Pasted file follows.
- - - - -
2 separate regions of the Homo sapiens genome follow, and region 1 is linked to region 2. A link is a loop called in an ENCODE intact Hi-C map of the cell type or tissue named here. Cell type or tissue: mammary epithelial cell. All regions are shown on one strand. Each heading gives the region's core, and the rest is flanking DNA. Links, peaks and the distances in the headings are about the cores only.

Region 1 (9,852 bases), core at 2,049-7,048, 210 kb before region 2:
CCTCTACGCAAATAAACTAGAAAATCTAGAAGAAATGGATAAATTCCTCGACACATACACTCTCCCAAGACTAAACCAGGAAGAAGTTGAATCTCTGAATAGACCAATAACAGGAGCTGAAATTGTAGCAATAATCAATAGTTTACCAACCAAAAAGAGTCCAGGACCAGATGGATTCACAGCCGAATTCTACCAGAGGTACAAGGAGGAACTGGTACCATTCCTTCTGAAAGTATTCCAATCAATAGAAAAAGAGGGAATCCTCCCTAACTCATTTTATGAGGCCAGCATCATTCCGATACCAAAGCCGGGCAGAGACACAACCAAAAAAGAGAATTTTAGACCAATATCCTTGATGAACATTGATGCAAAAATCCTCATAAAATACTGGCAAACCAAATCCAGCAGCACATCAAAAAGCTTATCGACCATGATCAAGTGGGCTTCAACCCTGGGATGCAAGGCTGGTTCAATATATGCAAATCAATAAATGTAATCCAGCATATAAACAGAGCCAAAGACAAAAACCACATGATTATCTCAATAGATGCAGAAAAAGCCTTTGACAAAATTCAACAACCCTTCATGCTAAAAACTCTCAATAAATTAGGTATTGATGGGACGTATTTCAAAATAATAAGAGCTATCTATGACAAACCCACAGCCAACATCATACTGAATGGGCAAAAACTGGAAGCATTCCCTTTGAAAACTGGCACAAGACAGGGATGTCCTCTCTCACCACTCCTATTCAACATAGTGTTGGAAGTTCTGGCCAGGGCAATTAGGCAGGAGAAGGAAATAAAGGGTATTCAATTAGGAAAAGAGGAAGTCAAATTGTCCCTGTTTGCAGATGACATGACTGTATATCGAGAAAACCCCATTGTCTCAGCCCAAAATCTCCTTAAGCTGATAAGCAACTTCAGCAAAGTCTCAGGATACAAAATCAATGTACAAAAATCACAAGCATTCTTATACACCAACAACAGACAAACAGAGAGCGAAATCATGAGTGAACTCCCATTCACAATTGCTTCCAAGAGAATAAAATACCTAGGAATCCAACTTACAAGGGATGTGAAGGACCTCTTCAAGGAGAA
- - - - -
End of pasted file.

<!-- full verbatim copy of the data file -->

2 separate regions of the Homo sapiens genome follow, and region 1 is linked to region 2. A link is a loop called in an ENCODE intact Hi-C map of the cell type or tissue named here. Cell type or tissue: mammary epithelial cell. All regions are shown on one strand. Each heading gives the region's core, and the rest is flanking DNA. Links, peaks and the distances in the headings are about the cores only.

Region 1 (9,852 bases), core at 2,049-7,048, 210 kb before region 2:
CCTCTACGCAAATAAACTAGAAAATCTAGAAGAAATGGATAAATTCCTCGACACATACACTCTCCCAAGACTAAACCAGGAAGAAGTTGAATCTCTGAATAGACCAATAACAGGAGCTGAAATTGTAGCAATAATCAATAGTTTACCAACCAAAAAGAGTCCAGGACCAGATGGATTCACAGCCGAATTCTACCAGAGGTACAAGGAGGAACTGGTACCATTCCTTCTGAAAGTATTCCAATCAATAGAAAAAGAGGGAATCCTCCCTAACTCATTTTATGAGGCCAGCATCATTCCGATACCAAAGCCGGGCAGAGACACAACCAAAAAAGAGAATTTTAGACCAATATCCTTGATGAACATTGATGCAAAAATCCTCATAAAATACTGGCAAACCAAATCCAGCAGCACATCAAAAAGCTTATCGACCATGATCAAGTGGGCTTCAACCCTGGGATGCAAGGCTGGTTCAATATATGCAAATCAATAAATGTAATCCAGCATATAAACAGAGCCAAAGACAAAAACCACATGATTATCTCAATAGATGCAGAAAAAGCCTTTGACAAAATTCAACAACCCTTCATGCTAAAAACTCTCAATAAATTAGGTATTGATGGGACGTATTTCAAAATAATAAGAGCTATCTATGACAAACCCACAGCCAACATCATACTGAATGGGCAAAAACTGGAAGCATTCCCTTTGAAAACTGGCACAAGACAGGGATGTCCTCTCTCACCACTCCTATTCAACATAGTGTTGGAAGTTCTGGCCAGGGCAATTAGGCAGGAGAAGGAAATAAAGGGTATTCAATTAGGAAAAGAGGAAGTCAAATTGTCCCTGTTTGCAGATGACATGACTGTATATCGAGAAAACCCCATTGTCTCAGCCCAAAATCTCCTTAAGCTGATAAGCAACTTCAGCAAAGTCTCAGGATACAAAATCAATGTACAAAAATCACAAGCATTCTTATACACCAACAACAGACAAACAGAGAGCGAAATCATGAGTGAACTCCCATTCACAATTGCTTCCAAGAGAATAAAATACCTAGGAATCCAACTTACAAGGGATGTGAAGGACCTCTTCAAGGAGAA